World Library  
Flag as Inappropriate
Email this Article
 

Trade association

A trade association, also known as an industry trade group, business association or sector association, is an organization founded and funded by bylaws and directed by officers who are also members.

In countries with a social dialogue.

Contents

  • Political influence 1
  • Publishing 2
  • Generic advertising 3
    • Ads to improve industry image 3.1
    • Ads to shape opinion on a specific issue 3.2
  • Controversy 4
    • Anti-competitive activity 4.1
    • Cartels 4.2
  • National and international trade associations 5
    • International 5.1
    • Canada 5.2
    • East Asia 5.3
    • Europe 5.4
    • India 5.5
    • United Kingdom 5.6
    • United States 5.7
  • Copyright trade groups 6
  • See also 7
  • References 8
  • Further reading 9

Political influence

One of the primary purposes of trade groups, particularly in the United States and to a similar but lesser extent elsewhere, is to attempt to influence public policy in a direction favorable to the group's members. This can take the form of contributions to the campaigns of political candidates and parties through Political Action Committees (PACs); contributions to "issue" campaigns not tied to a candidate or party; and lobbying legislators to support or oppose particular legislation. In addition, trade groups attempt to influence the activities of regulatory bodies.

In the United States, direct contributions by PACs to candidates are required to be disclosed to the Federal Election Commission (or state and local election overseers), are considered public information and have registration requirements for lobbyists. Even so, it can sometimes be difficult to trace the funding for issue and non-electoral campaigns.

Publishing

Almost all trade associations are heavily involved in publishing activities in print and online. The main media published by trade associations are as follows:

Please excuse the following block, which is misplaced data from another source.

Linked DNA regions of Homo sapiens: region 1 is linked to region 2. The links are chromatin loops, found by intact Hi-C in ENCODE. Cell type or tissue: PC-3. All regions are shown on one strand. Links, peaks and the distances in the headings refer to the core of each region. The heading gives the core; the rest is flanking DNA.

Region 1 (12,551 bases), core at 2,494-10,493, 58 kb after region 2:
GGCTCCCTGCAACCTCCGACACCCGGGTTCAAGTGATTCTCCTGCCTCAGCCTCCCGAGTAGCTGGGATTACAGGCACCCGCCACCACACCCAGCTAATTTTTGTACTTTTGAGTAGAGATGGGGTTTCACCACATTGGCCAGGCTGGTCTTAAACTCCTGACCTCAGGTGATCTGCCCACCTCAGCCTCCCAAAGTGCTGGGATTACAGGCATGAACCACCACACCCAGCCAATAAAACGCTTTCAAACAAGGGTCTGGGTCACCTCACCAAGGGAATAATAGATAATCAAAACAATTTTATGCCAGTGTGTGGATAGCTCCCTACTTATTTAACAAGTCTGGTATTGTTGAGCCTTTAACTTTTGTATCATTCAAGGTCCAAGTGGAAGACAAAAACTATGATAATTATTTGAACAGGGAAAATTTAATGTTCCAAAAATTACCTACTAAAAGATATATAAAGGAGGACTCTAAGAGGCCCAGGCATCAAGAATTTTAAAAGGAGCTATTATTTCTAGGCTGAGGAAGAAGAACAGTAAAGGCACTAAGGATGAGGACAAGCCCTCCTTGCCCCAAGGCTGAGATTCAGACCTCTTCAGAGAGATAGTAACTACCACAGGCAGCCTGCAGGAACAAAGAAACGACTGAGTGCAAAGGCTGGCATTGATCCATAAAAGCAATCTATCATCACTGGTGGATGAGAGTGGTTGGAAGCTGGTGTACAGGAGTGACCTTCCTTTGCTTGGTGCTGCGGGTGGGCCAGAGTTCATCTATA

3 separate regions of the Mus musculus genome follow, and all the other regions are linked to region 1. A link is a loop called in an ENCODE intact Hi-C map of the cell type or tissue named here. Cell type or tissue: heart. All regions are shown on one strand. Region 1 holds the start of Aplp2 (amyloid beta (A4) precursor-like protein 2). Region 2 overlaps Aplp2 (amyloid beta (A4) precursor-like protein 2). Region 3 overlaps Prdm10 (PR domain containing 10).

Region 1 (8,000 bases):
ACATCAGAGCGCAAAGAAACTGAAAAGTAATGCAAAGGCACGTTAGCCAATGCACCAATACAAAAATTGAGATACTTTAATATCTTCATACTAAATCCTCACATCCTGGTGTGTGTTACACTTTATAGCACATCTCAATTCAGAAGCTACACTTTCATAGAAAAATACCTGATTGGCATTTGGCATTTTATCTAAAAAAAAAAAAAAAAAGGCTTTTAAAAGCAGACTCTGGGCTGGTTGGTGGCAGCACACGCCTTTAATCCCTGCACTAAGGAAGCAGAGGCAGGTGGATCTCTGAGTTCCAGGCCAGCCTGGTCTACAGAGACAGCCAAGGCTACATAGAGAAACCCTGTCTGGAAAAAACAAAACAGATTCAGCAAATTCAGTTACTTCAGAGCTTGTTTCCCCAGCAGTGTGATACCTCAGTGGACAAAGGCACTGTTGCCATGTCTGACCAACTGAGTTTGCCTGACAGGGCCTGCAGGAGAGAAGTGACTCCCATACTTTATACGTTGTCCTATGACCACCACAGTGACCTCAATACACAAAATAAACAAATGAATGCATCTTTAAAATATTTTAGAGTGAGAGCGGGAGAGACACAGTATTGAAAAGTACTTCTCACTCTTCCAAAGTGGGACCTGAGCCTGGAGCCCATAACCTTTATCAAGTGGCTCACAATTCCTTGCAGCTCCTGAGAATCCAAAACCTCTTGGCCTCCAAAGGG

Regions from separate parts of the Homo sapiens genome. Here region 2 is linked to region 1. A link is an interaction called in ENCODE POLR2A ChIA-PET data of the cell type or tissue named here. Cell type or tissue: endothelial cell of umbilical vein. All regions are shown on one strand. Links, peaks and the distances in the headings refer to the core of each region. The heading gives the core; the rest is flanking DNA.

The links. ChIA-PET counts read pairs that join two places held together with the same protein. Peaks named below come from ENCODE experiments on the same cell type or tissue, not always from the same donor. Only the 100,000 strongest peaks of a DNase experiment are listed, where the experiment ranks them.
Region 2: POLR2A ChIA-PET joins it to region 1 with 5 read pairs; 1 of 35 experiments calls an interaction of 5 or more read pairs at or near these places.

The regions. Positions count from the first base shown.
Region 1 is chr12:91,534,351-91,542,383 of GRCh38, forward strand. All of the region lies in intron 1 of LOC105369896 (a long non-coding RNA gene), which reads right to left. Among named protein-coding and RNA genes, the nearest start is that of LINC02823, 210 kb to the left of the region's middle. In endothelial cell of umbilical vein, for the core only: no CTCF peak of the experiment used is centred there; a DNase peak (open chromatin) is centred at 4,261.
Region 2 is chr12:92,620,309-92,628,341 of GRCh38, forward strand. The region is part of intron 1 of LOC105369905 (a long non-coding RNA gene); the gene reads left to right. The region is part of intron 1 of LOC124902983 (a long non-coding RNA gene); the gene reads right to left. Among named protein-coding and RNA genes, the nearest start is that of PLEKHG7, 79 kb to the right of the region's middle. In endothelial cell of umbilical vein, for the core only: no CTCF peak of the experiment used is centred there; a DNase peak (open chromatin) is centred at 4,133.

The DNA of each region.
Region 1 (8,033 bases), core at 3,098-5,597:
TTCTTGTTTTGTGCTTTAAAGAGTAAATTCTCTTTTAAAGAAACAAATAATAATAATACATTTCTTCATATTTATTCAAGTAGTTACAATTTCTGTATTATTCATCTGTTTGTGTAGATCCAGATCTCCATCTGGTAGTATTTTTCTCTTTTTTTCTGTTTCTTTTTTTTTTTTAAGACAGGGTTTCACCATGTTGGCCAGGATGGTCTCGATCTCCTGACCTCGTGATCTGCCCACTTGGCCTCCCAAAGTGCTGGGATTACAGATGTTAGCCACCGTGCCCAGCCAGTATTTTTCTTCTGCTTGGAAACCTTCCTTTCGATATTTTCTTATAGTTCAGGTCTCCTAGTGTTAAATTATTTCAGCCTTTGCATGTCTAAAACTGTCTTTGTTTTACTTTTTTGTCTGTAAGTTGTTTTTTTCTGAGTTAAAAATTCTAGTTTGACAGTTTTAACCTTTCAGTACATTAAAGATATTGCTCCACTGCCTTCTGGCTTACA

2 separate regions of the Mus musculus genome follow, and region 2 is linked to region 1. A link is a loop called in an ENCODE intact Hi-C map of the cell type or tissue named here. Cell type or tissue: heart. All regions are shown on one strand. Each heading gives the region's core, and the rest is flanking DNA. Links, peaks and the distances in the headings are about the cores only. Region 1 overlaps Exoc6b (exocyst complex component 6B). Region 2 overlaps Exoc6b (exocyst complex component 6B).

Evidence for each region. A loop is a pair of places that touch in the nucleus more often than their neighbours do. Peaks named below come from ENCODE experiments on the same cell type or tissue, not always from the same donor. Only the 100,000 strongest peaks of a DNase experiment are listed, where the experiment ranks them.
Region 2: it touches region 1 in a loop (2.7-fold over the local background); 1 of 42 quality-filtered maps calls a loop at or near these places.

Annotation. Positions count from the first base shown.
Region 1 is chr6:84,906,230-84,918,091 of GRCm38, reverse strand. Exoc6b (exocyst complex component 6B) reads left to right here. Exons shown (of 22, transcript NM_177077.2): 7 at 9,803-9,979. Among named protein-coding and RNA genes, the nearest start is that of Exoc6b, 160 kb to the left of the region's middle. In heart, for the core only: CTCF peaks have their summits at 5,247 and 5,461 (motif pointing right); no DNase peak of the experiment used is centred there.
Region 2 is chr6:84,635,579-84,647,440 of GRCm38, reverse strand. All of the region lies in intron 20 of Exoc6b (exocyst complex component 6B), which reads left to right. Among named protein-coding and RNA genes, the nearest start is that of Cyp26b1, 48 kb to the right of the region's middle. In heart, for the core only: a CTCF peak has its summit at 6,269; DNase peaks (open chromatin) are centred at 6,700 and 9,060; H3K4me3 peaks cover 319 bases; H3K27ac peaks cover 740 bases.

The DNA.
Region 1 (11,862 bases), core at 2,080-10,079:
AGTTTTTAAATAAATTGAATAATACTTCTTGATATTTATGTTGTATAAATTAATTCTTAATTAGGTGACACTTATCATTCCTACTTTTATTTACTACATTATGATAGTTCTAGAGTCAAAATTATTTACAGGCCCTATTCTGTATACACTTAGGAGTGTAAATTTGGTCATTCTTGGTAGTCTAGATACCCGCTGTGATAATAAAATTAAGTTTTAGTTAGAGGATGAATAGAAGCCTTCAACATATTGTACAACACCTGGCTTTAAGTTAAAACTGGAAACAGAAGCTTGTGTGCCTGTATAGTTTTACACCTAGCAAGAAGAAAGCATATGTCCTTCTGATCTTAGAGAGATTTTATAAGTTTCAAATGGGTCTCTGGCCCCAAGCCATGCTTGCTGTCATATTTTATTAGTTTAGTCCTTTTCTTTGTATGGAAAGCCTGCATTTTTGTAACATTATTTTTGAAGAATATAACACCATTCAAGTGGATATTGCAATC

• Association website. The association's corporate website typically explains the association's aims and objectives, promotes the association's products and services, explains the benefits of membership to prospective members, and promotes members' businesses (for example, by means of an online listing of members and description of their businesses).
  • Members newsletters or magazines. Whether produced in print or online, association newsletters and magazines contain news about the activities of the association, industry news and editorial features on topical issues. Some are exclusively distributed to members, while others are used to lobby lawmakers and regulators, and some are used to promote members' businesses to potential new customers.
  • Printed membership directories and yearbooks. Larger trade associations publish membership directories and yearbooks to promote their association to opinion formers, lawmakers, regulators and other stakeholders. Such publications also help to promote members' businesses both to each other and to a wider audience. A typical membership directory contains profiles of each association member, a products and services guide, advertising from members, and editorial articles about the aims, objectives and activities of the association. The emphasis of association yearbooks on the other hand is on editorial features about the association itself and the association's industry.

The opportunity to be promoted in such media (whether by editorial or advertising) is often an important reason why companies join a trade association in the first place.

Examples of larger trade associations that publish a comprehensive range of media include European Wind Energy Association (EWEA), Association of British Travel Agents (ABTA) and the Confederation of British Industry (CBI).

Generic advertising

Industry trade groups sometimes produce advertisements, just as normal corporations do. However, whereas typical advertisements are for a specific corporate product, such as a specific brand of cheese or toilet paper, industry trade groups advertisements generally are targeted to promote the views of an entire industry.

Ads to improve industry image